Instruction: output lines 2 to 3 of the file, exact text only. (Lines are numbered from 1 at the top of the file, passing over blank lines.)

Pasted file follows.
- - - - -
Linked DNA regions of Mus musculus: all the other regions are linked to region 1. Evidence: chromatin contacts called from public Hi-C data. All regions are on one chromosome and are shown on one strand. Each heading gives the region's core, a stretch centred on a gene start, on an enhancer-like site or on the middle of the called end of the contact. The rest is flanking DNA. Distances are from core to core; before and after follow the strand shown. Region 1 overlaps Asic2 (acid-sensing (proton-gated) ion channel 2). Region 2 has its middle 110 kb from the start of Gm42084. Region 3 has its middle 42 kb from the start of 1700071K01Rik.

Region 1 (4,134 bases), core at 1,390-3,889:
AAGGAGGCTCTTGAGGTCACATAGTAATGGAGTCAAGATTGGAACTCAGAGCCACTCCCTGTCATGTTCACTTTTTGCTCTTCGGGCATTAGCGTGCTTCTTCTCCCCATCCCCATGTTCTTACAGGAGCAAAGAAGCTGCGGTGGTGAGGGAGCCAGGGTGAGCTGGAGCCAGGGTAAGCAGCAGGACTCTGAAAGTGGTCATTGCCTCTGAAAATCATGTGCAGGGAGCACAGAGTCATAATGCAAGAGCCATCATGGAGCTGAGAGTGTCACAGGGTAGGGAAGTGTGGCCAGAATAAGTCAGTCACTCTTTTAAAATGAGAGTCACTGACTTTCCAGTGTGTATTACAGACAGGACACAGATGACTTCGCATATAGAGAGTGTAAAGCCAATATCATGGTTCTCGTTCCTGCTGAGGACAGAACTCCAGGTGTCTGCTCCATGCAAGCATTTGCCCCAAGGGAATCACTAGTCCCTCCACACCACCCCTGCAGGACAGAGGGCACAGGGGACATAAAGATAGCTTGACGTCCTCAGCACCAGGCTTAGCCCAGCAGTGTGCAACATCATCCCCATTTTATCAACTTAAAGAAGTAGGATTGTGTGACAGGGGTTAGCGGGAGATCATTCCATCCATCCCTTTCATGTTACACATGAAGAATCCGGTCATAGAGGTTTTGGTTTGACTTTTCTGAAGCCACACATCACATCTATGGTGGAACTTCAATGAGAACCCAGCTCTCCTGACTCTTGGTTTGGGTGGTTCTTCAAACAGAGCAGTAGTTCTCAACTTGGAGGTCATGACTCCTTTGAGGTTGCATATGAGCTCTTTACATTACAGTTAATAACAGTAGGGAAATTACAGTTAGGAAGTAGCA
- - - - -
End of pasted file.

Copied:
Region 1 (4,134 bases), core at 1,390-3,889:
AAGGAGGCTCTTGAGGTCACATAGTAATGGAGTCAAGATTGGAACTCAGAGCCACTCCCTGTCATGTTCACTTTTTGCTCTTCGGGCATTAGCGTGCTTCTTCTCCCCATCCCCATGTTCTTACAGGAGCAAAGAAGCTGCGGTGGTGAGGGAGCCAGGGTGAGCTGGAGCCAGGGTAAGCAGCAGGACTCTGAAAGTGGTCATTGCCTCTGAAAATCATGTGCAGGGAGCACAGAGTCATAATGCAAGAGCCATCATGGAGCTGAGAGTGTCACAGGGTAGGGAAGTGTGGCCAGAATAAGTCAGTCACTCTTTTAAAATGAGAGTCACTGACTTTCCAGTGTGTATTACAGACAGGACACAGATGACTTCGCATATAGAGAGTGTAAAGCCAATATCATGGTTCTCGTTCCTGCTGAGGACAGAACTCCAGGTGTCTGCTCCATGCAAGCATTTGCCCCAAGGGAATCACTAGTCCCTCCACACCACCCCTGCAGGACAGAGGGCACAGGGGACATAAAGATAGCTTGACGTCCTCAGCACCAGGCTTAGCCCAGCAGTGTGCAACATCATCCCCATTTTATCAACTTAAAGAAGTAGGATTGTGTGACAGGGGTTAGCGGGAGATCATTCCATCCATCCCTTTCATGTTACACATGAAGAATCCGGTCATAGAGGTTTTGGTTTGACTTTTCTGAAGCCACACATCACATCTATGGTGGAACTTCAATGAGAACCCAGCTCTCCTGACTCTTGGTTTGGGTGGTTCTTCAAACAGAGCAGTAGTTCTCAACTTGGAGGTCATGACTCCTTTGAGGTTGCATATGAGCTCTTTACATTACAGTTAATAACAGTAGGGAAATTACAGTTAGGAAGTAGCA